The pressure so far has some impact as many of the jihadi foot soldiers are being advised to lay low. Nonetheless, there is no visible change in the overall policy that would tantamount to Pakistan abandoning its various proxies like the LeT and JeM. As far as closing down camps is concerned, such action was taken even under Pervez Musharraf but later discarded as the international pressure was not sustained, and Pakistan could get back on its feet to pursue its earlier policy.

A problem that the Pakistani military establishment faces but doesn’t realise pertains to the fact that given its clamp down on the media and independent voices, there is no reliable source in the country that could vouch for a credible clean-up operation to have taken place. The use of international and national media by organising visits to terror training camps and associated madrassas to prove that ‘action taken’ is an old trick that has been played before. No one is free to write about jihadi groups barring those who have a relationship with the state. There are even rumours of targeting a total of 5,000 people including dissidents. The Pashtun Tahafuz Movement (PTM), which is raising a voice for its survival within the country, is domestically being maligned, with members being called traitors. The same goes for those that draw attention towards the Punjab-based terror groups.

Solution to the jihadi problem

The short to medium-term approach adopted by Rawalpindi is to convince the world that it should be given time to mainstream the jihadi groups. The argument is that since these groups have roots inside society and could hurt the state by carrying out attacks inside, a better option is to divert their attention and efforts towards other activities like welfare and social work, or even politics.

This trick is being tried with the LeT but has not worked with the JeM, an organisation that is very clear about its focus on jihad. This does not mean that the Jaish or its leader is out of control of the authorities. The fact that the security agencies shirk from even arresting Masood Azhar visibly for domestic consumption and demonstrate control of the jihadi leader indicates the problem is deeper, if not out of control.

But the argument that the jihadis will bite back and so, should be mainstreamed is problematic. Allowing the JeM to continue proselytising about jihad on a regular basis or letting the LeT mingle in society with no control over its ideological message is a dangerous formula.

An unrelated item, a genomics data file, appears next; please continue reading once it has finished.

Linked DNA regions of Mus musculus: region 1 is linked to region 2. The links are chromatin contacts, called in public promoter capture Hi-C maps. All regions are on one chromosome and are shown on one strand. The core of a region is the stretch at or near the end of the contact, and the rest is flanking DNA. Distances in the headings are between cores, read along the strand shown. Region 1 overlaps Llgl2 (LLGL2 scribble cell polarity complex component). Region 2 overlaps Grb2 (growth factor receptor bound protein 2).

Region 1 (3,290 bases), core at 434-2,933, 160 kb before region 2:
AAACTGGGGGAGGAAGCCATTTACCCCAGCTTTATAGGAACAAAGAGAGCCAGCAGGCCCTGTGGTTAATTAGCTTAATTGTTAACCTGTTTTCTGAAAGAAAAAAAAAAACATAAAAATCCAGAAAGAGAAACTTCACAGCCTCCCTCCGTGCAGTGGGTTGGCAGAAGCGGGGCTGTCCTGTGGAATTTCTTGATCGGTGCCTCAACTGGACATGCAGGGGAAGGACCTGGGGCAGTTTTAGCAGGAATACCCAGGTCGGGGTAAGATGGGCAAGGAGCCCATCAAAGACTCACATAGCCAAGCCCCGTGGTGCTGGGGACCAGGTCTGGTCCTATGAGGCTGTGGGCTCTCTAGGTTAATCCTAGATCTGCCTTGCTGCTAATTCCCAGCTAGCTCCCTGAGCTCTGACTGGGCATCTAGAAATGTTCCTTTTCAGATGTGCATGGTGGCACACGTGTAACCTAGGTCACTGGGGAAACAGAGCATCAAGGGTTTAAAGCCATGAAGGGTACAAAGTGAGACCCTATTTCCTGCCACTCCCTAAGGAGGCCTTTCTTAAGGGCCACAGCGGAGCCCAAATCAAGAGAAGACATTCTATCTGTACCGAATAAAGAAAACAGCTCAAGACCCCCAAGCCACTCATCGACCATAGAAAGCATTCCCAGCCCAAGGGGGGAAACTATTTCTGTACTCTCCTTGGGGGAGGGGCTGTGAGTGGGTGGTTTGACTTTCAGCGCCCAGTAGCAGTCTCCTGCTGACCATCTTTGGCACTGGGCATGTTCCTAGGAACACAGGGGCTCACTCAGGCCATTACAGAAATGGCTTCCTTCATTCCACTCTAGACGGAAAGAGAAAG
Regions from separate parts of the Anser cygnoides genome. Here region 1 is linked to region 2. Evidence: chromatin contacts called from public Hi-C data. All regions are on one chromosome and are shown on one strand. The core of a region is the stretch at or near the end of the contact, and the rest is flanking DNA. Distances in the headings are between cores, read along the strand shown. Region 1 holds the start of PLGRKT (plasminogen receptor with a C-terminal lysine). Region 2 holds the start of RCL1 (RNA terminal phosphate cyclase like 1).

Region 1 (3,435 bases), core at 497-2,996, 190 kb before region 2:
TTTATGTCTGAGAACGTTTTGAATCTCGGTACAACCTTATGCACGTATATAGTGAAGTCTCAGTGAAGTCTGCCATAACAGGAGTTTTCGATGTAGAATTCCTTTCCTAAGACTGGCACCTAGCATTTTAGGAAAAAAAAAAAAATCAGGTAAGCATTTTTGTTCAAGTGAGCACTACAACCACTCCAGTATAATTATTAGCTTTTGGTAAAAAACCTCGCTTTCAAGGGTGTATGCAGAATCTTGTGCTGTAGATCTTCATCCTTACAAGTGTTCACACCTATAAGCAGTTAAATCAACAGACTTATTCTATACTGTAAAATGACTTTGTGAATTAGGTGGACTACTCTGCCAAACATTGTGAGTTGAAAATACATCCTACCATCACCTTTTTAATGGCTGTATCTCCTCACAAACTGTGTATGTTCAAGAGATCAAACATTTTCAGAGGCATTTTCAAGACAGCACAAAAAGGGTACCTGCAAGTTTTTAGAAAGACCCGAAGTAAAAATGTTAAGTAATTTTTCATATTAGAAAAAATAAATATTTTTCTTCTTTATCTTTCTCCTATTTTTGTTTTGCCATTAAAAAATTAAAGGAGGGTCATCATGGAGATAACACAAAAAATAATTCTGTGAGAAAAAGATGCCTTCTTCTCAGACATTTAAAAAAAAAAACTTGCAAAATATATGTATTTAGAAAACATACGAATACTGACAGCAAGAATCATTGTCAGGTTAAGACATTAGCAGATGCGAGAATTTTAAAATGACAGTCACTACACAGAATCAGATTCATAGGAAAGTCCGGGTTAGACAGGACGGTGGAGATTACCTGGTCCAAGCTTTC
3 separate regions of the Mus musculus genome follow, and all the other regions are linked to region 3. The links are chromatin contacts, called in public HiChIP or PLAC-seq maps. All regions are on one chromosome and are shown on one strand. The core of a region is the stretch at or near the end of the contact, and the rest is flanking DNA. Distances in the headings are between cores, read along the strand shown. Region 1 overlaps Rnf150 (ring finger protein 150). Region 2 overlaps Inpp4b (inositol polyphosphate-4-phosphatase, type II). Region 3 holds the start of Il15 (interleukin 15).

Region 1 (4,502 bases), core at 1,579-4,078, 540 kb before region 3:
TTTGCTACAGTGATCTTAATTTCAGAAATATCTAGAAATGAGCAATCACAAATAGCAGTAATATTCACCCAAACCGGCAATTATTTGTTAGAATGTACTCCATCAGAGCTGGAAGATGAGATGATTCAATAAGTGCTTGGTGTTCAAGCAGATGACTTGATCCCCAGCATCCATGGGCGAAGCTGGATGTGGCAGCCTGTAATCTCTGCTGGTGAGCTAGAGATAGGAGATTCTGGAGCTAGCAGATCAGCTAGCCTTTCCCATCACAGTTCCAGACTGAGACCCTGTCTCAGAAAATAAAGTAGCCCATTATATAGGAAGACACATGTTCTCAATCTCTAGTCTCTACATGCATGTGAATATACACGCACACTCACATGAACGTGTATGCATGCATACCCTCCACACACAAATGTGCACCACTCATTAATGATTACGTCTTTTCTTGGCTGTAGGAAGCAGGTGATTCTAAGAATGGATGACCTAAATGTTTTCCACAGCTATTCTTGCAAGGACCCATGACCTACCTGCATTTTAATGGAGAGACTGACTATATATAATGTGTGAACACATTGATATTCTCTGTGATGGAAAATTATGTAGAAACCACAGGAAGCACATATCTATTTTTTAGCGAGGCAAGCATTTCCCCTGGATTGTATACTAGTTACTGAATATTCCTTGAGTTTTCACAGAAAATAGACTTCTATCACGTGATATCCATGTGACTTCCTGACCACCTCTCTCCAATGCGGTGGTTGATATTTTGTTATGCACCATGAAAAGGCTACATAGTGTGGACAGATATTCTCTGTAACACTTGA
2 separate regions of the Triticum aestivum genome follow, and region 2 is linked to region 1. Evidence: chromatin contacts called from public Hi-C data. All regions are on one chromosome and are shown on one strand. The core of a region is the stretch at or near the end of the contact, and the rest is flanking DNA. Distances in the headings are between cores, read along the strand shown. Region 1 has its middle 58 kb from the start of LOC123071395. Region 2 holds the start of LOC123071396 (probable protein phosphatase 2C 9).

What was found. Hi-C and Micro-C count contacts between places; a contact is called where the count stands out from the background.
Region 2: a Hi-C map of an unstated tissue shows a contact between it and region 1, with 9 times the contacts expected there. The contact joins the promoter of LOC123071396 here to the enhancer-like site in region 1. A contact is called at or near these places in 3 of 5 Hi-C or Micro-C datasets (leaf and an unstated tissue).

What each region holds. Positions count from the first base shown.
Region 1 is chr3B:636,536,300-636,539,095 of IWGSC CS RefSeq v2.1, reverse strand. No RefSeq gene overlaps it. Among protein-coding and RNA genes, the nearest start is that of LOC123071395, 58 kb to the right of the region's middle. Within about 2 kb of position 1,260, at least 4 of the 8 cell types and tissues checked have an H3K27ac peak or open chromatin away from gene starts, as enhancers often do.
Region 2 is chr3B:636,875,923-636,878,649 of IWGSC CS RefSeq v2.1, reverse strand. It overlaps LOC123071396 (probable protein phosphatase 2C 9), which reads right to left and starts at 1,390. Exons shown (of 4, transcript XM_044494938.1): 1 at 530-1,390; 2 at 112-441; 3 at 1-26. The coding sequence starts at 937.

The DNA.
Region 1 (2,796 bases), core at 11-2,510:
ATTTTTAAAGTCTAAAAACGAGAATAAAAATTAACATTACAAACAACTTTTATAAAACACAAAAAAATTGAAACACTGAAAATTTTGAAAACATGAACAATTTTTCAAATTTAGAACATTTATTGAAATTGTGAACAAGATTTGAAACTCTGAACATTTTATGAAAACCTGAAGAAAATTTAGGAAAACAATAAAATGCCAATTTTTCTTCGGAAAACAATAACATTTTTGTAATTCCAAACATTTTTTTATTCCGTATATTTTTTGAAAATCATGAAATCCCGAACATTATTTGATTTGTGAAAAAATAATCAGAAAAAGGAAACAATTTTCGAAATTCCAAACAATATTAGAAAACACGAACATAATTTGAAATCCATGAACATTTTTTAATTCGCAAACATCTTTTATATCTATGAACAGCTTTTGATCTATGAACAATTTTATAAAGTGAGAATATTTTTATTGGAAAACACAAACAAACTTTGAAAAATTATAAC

The notion that jihad is entirely driven by poverty is a fallacious argument. While poverty is a contributor, it is in no way a key driver of jihadism in Pakistan. The suggestion is certainly not to kill all jihadis but introduce a more transparent and verifiable system of counter-terrorism and counter-violent extremism that defangs the trained jihadis over a period of time without affecting the society any further. Letting these groups spread their message in the name of religion is an old tactic, not a solution. In any case, the political use of Islamic militants, be it the ahl-hadith, the Deobandi or the Barelvi type is highly toxic.

The financial constraints due to continued support for jihadis is something that Pakistan will not be able to ignore. However, this is a tool that will work only if it is played effectively and cautiously.

Given the pressure, the international community, especially China could convince Pakistan to rethink its options. Beijing has already sent its diplomats around Europe to ensure that the states did not blacklist Pakistan in the next FATF review. While blacklisting Pakistan may not produce the necessary results as the fear of it, this may be a moment that Pakistan should be encouraged to make use of an international benefactor to guide it through a strategic shift in policy. For India, the aim should not be annihilation of a state or society for ideological reasons but to maximise benefits and get a deal rather than drag on the process for too long.

The author is research associate at the School of Oriental and African Studies, London and author of Military Inc.

Note: This article originally published here.